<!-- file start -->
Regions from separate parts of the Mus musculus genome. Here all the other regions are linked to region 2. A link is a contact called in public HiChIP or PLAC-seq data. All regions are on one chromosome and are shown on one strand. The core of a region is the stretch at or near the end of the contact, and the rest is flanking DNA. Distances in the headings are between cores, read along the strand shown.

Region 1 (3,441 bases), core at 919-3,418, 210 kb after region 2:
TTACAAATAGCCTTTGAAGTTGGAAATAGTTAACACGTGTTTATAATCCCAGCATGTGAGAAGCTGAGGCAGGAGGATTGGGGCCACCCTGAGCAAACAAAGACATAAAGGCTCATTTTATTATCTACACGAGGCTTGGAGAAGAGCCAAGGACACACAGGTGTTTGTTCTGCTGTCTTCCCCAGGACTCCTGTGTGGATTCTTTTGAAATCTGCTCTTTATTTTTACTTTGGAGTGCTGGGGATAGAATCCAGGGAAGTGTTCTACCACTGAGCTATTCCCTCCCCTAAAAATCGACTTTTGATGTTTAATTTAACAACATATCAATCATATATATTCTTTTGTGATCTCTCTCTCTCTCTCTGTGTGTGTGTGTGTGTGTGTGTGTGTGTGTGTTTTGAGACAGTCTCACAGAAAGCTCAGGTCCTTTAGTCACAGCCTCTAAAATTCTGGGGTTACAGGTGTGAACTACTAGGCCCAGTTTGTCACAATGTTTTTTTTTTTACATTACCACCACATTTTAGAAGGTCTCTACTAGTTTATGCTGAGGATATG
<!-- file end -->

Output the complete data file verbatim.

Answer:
Regions from separate parts of the Mus musculus genome. Here all the other regions are linked to region 2. A link is a contact called in public HiChIP or PLAC-seq data. All regions are on one chromosome and are shown on one strand. The core of a region is the stretch at or near the end of the contact, and the rest is flanking DNA. Distances in the headings are between cores, read along the strand shown.

Region 1 (3,441 bases), core at 919-3,418, 210 kb after region 2:
TTACAAATAGCCTTTGAAGTTGGAAATAGTTAACACGTGTTTATAATCCCAGCATGTGAGAAGCTGAGGCAGGAGGATTGGGGCCACCCTGAGCAAACAAAGACATAAAGGCTCATTTTATTATCTACACGAGGCTTGGAGAAGAGCCAAGGACACACAGGTGTTTGTTCTGCTGTCTTCCCCAGGACTCCTGTGTGGATTCTTTTGAAATCTGCTCTTTATTTTTACTTTGGAGTGCTGGGGATAGAATCCAGGGAAGTGTTCTACCACTGAGCTATTCCCTCCCCTAAAAATCGACTTTTGATGTTTAATTTAACAACATATCAATCATATATATTCTTTTGTGATCTCTCTCTCTCTCTCTGTGTGTGTGTGTGTGTGTGTGTGTGTGTGTGTTTTGAGACAGTCTCACAGAAAGCTCAGGTCCTTTAGTCACAGCCTCTAAAATTCTGGGGTTACAGGTGTGAACTACTAGGCCCAGTTTGTCACAATGTTTTTTTTTTTACATTACCACCACATTTTAGAAGGTCTCTACTAGTTTATGCTGAGGATATG